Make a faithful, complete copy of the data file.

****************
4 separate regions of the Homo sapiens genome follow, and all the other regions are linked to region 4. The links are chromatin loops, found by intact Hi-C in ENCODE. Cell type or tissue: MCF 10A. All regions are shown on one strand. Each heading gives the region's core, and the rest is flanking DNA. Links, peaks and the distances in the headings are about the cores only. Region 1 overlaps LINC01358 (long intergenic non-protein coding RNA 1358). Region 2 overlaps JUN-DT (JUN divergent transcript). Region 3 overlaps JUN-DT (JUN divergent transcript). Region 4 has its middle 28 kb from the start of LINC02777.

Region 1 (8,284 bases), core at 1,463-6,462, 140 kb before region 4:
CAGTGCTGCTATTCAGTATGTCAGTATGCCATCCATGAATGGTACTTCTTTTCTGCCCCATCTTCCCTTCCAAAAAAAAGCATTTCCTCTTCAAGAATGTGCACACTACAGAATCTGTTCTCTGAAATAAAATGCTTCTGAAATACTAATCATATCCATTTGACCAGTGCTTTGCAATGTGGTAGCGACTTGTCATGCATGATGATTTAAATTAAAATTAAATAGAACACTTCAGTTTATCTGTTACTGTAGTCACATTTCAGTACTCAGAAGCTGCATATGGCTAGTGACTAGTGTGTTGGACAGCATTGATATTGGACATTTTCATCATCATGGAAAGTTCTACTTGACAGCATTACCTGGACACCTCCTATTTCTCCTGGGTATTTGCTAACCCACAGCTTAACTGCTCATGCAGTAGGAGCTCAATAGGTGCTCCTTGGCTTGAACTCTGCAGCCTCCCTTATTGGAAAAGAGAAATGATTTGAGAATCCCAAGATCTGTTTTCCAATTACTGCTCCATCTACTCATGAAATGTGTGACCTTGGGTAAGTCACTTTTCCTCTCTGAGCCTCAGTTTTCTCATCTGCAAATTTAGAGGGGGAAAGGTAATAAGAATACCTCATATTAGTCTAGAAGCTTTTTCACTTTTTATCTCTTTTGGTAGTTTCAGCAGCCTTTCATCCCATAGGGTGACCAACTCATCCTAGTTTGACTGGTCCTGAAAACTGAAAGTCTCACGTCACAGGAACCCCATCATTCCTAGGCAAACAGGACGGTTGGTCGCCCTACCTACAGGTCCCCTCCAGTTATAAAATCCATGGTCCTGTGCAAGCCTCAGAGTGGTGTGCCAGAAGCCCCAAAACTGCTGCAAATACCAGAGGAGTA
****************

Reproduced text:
4 separate regions of the Homo sapiens genome follow, and all the other regions are linked to region 4. The links are chromatin loops, found by intact Hi-C in ENCODE. Cell type or tissue: MCF 10A. All regions are shown on one strand. Each heading gives the region's core, and the rest is flanking DNA. Links, peaks and the distances in the headings are about the cores only. Region 1 overlaps LINC01358 (long intergenic non-protein coding RNA 1358). Region 2 overlaps JUN-DT (JUN divergent transcript). Region 3 overlaps JUN-DT (JUN divergent transcript). Region 4 has its middle 28 kb from the start of LINC02777.

Region 1 (8,284 bases), core at 1,463-6,462, 140 kb before region 4:
CAGTGCTGCTATTCAGTATGTCAGTATGCCATCCATGAATGGTACTTCTTTTCTGCCCCATCTTCCCTTCCAAAAAAAAGCATTTCCTCTTCAAGAATGTGCACACTACAGAATCTGTTCTCTGAAATAAAATGCTTCTGAAATACTAATCATATCCATTTGACCAGTGCTTTGCAATGTGGTAGCGACTTGTCATGCATGATGATTTAAATTAAAATTAAATAGAACACTTCAGTTTATCTGTTACTGTAGTCACATTTCAGTACTCAGAAGCTGCATATGGCTAGTGACTAGTGTGTTGGACAGCATTGATATTGGACATTTTCATCATCATGGAAAGTTCTACTTGACAGCATTACCTGGACACCTCCTATTTCTCCTGGGTATTTGCTAACCCACAGCTTAACTGCTCATGCAGTAGGAGCTCAATAGGTGCTCCTTGGCTTGAACTCTGCAGCCTCCCTTATTGGAAAAGAGAAATGATTTGAGAATCCCAAGATCTGTTTTCCAATTACTGCTCCATCTACTCATGAAATGTGTGACCTTGGGTAAGTCACTTTTCCTCTCTGAGCCTCAGTTTTCTCATCTGCAAATTTAGAGGGGGAAAGGTAATAAGAATACCTCATATTAGTCTAGAAGCTTTTTCACTTTTTATCTCTTTTGGTAGTTTCAGCAGCCTTTCATCCCATAGGGTGACCAACTCATCCTAGTTTGACTGGTCCTGAAAACTGAAAGTCTCACGTCACAGGAACCCCATCATTCCTAGGCAAACAGGACGGTTGGTCGCCCTACCTACAGGTCCCCTCCAGTTATAAAATCCATGGTCCTGTGCAAGCCTCAGAGTGGTGTGCCAGAAGCCCCAAAACTGCTGCAAATACCAGAGGAGTA